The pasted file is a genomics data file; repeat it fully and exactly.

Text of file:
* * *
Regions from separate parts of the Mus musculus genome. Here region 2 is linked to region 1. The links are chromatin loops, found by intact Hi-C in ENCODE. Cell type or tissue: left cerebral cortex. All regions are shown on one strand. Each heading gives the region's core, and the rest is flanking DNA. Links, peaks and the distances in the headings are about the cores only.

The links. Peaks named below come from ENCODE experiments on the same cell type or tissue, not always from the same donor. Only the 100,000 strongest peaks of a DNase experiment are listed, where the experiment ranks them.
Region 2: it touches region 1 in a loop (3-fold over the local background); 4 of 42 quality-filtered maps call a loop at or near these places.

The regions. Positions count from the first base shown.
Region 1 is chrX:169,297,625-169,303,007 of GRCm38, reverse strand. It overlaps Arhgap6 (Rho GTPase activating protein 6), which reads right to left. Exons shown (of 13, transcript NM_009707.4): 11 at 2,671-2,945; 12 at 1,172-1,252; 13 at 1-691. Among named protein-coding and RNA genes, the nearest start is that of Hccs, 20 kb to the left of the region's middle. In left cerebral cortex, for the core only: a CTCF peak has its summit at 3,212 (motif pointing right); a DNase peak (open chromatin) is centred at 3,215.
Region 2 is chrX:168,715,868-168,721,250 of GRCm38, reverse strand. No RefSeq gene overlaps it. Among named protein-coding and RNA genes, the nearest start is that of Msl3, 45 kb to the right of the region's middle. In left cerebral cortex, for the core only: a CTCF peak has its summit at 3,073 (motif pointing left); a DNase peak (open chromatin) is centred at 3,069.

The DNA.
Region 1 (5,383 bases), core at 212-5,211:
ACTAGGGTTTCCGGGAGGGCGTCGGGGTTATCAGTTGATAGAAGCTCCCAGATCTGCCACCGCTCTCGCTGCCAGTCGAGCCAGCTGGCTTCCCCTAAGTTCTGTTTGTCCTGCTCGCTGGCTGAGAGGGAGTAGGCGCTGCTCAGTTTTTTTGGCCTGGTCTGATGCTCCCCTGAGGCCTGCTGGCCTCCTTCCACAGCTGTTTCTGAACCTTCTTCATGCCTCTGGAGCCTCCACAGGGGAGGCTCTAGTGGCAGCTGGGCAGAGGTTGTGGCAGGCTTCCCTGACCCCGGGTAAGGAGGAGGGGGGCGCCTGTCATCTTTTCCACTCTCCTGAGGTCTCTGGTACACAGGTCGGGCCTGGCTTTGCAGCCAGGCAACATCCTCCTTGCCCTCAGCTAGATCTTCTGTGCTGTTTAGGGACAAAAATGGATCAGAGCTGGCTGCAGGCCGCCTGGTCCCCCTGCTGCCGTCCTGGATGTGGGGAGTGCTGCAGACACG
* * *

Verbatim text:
Regions from separate parts of the Mus musculus genome. Here region 2 is linked to region 1. The links are chromatin loops, found by intact Hi-C in ENCODE. Cell type or tissue: left cerebral cortex. All regions are shown on one strand. Each heading gives the region's core, and the rest is flanking DNA. Links, peaks and the distances in the headings are about the cores only.

The links. Peaks named below come from ENCODE experiments on the same cell type or tissue, not always from the same donor. Only the 100,000 strongest peaks of a DNase experiment are listed, where the experiment ranks them.
Region 2: it touches region 1 in a loop (3-fold over the local background); 4 of 42 quality-filtered maps call a loop at or near these places.

The regions. Positions count from the first base shown.
Region 1 is chrX:169,297,625-169,303,007 of GRCm38, reverse strand. It overlaps Arhgap6 (Rho GTPase activating protein 6), which reads right to left. Exons shown (of 13, transcript NM_009707.4): 11 at 2,671-2,945; 12 at 1,172-1,252; 13 at 1-691. Among named protein-coding and RNA genes, the nearest start is that of Hccs, 20 kb to the left of the region's middle. In left cerebral cortex, for the core only: a CTCF peak has its summit at 3,212 (motif pointing right); a DNase peak (open chromatin) is centred at 3,215.
Region 2 is chrX:168,715,868-168,721,250 of GRCm38, reverse strand. No RefSeq gene overlaps it. Among named protein-coding and RNA genes, the nearest start is that of Msl3, 45 kb to the right of the region's middle. In left cerebral cortex, for the core only: a CTCF peak has its summit at 3,073 (motif pointing left); a DNase peak (open chromatin) is centred at 3,069.

The DNA.
Region 1 (5,383 bases), core at 212-5,211:
ACTAGGGTTTCCGGGAGGGCGTCGGGGTTATCAGTTGATAGAAGCTCCCAGATCTGCCACCGCTCTCGCTGCCAGTCGAGCCAGCTGGCTTCCCCTAAGTTCTGTTTGTCCTGCTCGCTGGCTGAGAGGGAGTAGGCGCTGCTCAGTTTTTTTGGCCTGGTCTGATGCTCCCCTGAGGCCTGCTGGCCTCCTTCCACAGCTGTTTCTGAACCTTCTTCATGCCTCTGGAGCCTCCACAGGGGAGGCTCTAGTGGCAGCTGGGCAGAGGTTGTGGCAGGCTTCCCTGACCCCGGGTAAGGAGGAGGGGGGCGCCTGTCATCTTTTCCACTCTCCTGAGGTCTCTGGTACACAGGTCGGGCCTGGCTTTGCAGCCAGGCAACATCCTCCTTGCCCTCAGCTAGATCTTCTGTGCTGTTTAGGGACAAAAATGGATCAGAGCTGGCTGCAGGCCGCCTGGTCCCCCTGCTGCCGTCCTGGATGTGGGGAGTGCTGCAGACACG